Thank you Tom and well done Holstein Youth 

You can follow Tom on Twitter @progressivetom

You can see his entry for the I love Ag competition “Meet Tom Pearce the farmer who puts the Cheese in your Cracker” here

Cows Create Careers

Wow what exciting group our 2012 Young Farming Champions are. Tom Pearce is the latest addition to #teamdairy. We cant wait for our next workshop to meet the team. Just talking to them on the phone inspires me

This is the Tom Pearce story ………..

I live in Bega on the far south coast of NSW, and whilst some may say we are a little isolated I have a different perspective. I am 25 minutes from the beach, 2 hours from the snow, 2.5 hours from Canberra, 5 hours from Sydney and 7 hours from Melbourne and 5 minutes from the nearest fishing spot. There are not too many places that can boast that combination! Top that off with the international reputation of Bega Cheese, I’m proud to say I live in Bega and that I am one of the farmers whose cows supply the milk that goes into cheese!

Narelle Norm and Tom Pearce photo by Simone Smith Weekly Times

Narelle, Norm and Tom Pearce on the family farm – photo Simone Smith The Weekly Times

Growing up on the farm I soon realised this was where I wanted to spend the rest of my life. Everywhere the farm beckoned me, the green pastures, the sound of a calf bellowing, the love of the clean crisp morning air, riding “shotgun” in the tractor with dad. I was born and bred a dairy farmer and being the 4thgeneration to farm here I had dairy farming in my blood.

Whist being tagged a farm boy at school may have been a little disheartening at the time I now realise it wasn’t all that bad. While others finished school without a clue in the world where they were headed, I knew what I wanted to do! While school definitely wasn’t my favourite place to be, I stuck it out realising the importance of bringing as much knowledge as I could back to the farm

Every afternoon I raced home, had a quick snack and then headed straight to the dairy to see where I could help! No spending hours indoors playing video games for me, I was always on the motorbike moving cows, helping dad in the dairy or in the calf shed!

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I finished school in January 2005 and how pleased was I to see the end of those language textbooks and the beginning of the real world! No assignments, no exams just plenty of time to spend on the farm and not to mention the countless hours of free time to spend fishing! University wasn’t for me. My father had generations of knowledge and expertise to share with me and I had a 940 acre textbook to study. I was happy with that and I reckon I’ve done alright since!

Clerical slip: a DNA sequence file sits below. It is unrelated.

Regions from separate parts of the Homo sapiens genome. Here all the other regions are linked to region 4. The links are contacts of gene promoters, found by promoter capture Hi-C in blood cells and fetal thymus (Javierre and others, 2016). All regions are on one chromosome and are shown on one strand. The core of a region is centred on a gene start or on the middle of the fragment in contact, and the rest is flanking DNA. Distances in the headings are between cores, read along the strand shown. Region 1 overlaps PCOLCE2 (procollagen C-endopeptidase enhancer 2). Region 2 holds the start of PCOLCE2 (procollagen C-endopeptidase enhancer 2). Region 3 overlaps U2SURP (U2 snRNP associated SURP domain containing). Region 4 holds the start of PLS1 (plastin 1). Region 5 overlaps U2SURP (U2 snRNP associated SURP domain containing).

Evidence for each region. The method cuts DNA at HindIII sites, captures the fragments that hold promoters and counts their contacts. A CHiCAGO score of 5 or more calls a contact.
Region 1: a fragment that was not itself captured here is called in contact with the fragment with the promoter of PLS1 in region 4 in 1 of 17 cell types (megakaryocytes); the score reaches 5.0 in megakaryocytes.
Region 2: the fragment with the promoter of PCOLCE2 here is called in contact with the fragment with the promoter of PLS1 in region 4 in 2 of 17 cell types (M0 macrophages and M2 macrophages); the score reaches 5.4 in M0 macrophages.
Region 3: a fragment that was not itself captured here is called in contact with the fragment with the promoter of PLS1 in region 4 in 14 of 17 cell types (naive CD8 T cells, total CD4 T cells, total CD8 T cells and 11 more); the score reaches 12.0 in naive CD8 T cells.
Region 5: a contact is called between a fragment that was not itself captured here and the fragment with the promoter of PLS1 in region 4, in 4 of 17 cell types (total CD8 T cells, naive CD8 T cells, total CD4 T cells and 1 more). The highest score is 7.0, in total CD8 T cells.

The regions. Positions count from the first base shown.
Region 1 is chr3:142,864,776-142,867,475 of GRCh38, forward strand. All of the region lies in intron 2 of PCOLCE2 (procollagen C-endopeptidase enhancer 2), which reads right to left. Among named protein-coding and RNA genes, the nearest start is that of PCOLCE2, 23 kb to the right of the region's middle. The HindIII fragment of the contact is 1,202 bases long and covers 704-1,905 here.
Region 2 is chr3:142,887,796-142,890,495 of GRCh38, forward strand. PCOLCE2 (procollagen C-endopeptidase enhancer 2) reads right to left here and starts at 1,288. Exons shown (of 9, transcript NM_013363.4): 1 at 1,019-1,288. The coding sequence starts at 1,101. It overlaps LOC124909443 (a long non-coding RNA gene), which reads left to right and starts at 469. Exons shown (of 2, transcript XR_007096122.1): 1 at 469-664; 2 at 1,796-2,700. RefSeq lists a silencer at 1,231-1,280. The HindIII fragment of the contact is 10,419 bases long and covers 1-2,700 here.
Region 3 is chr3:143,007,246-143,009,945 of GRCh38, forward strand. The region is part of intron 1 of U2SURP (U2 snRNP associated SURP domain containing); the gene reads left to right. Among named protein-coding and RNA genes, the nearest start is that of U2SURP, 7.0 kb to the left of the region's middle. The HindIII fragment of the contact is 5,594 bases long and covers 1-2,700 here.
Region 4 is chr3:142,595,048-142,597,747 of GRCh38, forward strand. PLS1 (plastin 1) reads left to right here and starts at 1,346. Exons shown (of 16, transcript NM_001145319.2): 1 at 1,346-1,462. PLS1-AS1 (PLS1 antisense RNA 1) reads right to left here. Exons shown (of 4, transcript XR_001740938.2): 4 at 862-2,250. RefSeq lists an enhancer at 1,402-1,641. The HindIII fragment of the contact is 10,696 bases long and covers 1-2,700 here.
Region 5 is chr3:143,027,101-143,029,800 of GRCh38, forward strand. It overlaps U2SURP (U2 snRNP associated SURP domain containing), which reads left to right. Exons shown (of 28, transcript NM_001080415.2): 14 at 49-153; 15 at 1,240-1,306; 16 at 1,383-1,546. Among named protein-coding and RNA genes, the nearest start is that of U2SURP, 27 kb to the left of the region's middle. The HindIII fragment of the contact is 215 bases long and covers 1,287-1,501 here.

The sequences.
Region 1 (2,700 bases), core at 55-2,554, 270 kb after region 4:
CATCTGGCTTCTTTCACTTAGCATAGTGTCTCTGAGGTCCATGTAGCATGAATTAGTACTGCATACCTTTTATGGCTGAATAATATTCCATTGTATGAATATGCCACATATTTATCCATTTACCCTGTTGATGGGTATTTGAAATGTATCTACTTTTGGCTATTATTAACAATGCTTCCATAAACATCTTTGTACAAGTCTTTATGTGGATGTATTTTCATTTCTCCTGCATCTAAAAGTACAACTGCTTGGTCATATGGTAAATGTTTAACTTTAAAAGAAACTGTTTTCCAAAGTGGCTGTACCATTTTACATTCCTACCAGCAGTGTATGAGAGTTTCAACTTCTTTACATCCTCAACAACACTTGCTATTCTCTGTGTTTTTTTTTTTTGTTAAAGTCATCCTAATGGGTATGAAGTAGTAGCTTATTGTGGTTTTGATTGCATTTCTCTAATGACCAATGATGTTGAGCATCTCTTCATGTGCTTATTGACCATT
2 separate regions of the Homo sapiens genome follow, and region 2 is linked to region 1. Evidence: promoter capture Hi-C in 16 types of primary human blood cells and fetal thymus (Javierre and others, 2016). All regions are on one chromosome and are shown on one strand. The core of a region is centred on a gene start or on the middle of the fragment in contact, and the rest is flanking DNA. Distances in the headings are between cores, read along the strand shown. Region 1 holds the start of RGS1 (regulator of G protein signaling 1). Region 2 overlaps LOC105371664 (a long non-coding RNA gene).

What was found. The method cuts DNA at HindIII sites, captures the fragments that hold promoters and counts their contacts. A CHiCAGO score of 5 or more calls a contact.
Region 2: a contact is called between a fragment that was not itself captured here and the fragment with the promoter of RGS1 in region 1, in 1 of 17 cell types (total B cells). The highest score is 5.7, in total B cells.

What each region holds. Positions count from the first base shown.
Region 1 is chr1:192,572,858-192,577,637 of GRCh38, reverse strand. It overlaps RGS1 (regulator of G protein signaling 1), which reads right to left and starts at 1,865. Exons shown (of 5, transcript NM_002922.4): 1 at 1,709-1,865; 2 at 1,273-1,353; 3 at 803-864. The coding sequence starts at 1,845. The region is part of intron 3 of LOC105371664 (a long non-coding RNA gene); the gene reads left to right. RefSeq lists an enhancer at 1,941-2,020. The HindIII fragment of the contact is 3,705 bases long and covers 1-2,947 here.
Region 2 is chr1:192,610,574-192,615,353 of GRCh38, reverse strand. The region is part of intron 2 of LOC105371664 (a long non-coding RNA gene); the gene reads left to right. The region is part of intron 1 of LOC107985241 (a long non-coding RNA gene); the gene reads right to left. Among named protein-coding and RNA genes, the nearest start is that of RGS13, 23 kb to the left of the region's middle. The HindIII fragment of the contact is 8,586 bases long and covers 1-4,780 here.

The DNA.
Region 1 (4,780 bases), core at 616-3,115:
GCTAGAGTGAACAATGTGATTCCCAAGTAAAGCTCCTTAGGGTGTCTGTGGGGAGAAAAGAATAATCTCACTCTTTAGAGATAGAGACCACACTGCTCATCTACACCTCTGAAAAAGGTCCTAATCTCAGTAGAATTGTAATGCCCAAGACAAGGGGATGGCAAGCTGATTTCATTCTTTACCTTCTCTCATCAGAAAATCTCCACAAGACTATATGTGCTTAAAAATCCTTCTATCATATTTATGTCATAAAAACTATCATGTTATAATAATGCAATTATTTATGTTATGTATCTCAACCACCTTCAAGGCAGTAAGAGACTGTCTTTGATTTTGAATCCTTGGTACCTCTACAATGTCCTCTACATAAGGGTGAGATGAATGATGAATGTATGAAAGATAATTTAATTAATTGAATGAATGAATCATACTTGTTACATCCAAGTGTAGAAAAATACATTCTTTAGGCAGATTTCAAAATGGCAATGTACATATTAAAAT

My interest in cows really got a kick along when Michael Boyd invited me to attend International Dairy Week (IDW). “Boydy” has always been quick to spot a keen kid and give them a helping hand on their journey to build up a high genetic meritherd of show cattle. So in 2005 this very keen kid attended his first IDW, a week of hands on experience; working with the best of the best in the stud cattle arena to help prepare elite Holstein cows for the show ring. IDW is the largest exhibition of dairy cattle in the southern hemisphere with 3500 people attending in 2012 and all talking cows in the one location. I became addicted after my first show and haven’t missed a year since!


The Mecca for all dairy cattle enthusiasts is on the other side of the world. World Dairy Expois held in Madison, Wisconsin, USA for one week every year and features some of the best dairy cows in the world. I attended my first Expo in 2007. That was 5 years ago and I have been back every year since! The 24 hours’ worth of travel time all seems irrelevant when you’re hanging around these awesome creatures and spending time with like-minded people. Over the years I have made so many great friends and industry contacts both locally and abroad all through a mutual love and respect for dairy cows!


I was keen to get involved myself and join all these young people out in the ring showing their cows. You quickly learn success doesn’t come overnight and getting to the top of the class and staying there is easier said than done! It’s very rewarding to see your own show successes improve and start to be competitive at the highest level.


Over the last few years in local competitions we have achieved a number of supreme champion awards. The last 2 years our family has achieved 2 first place ribbons at the Royal Melbourne Dairy Show, and that was pretty exciting and recognition that you are breeding good cows and continuing to lift your standard. Working our way from the bottom of the class to be now mixing it with the “old hands” of the show ring is quite rewarding!

Have a good eye for cattle is essential and being able to pick out a “good one” is the key to winning in the show ring. To hone my skills I have been to numerous judging schools and participated in many judging competitions.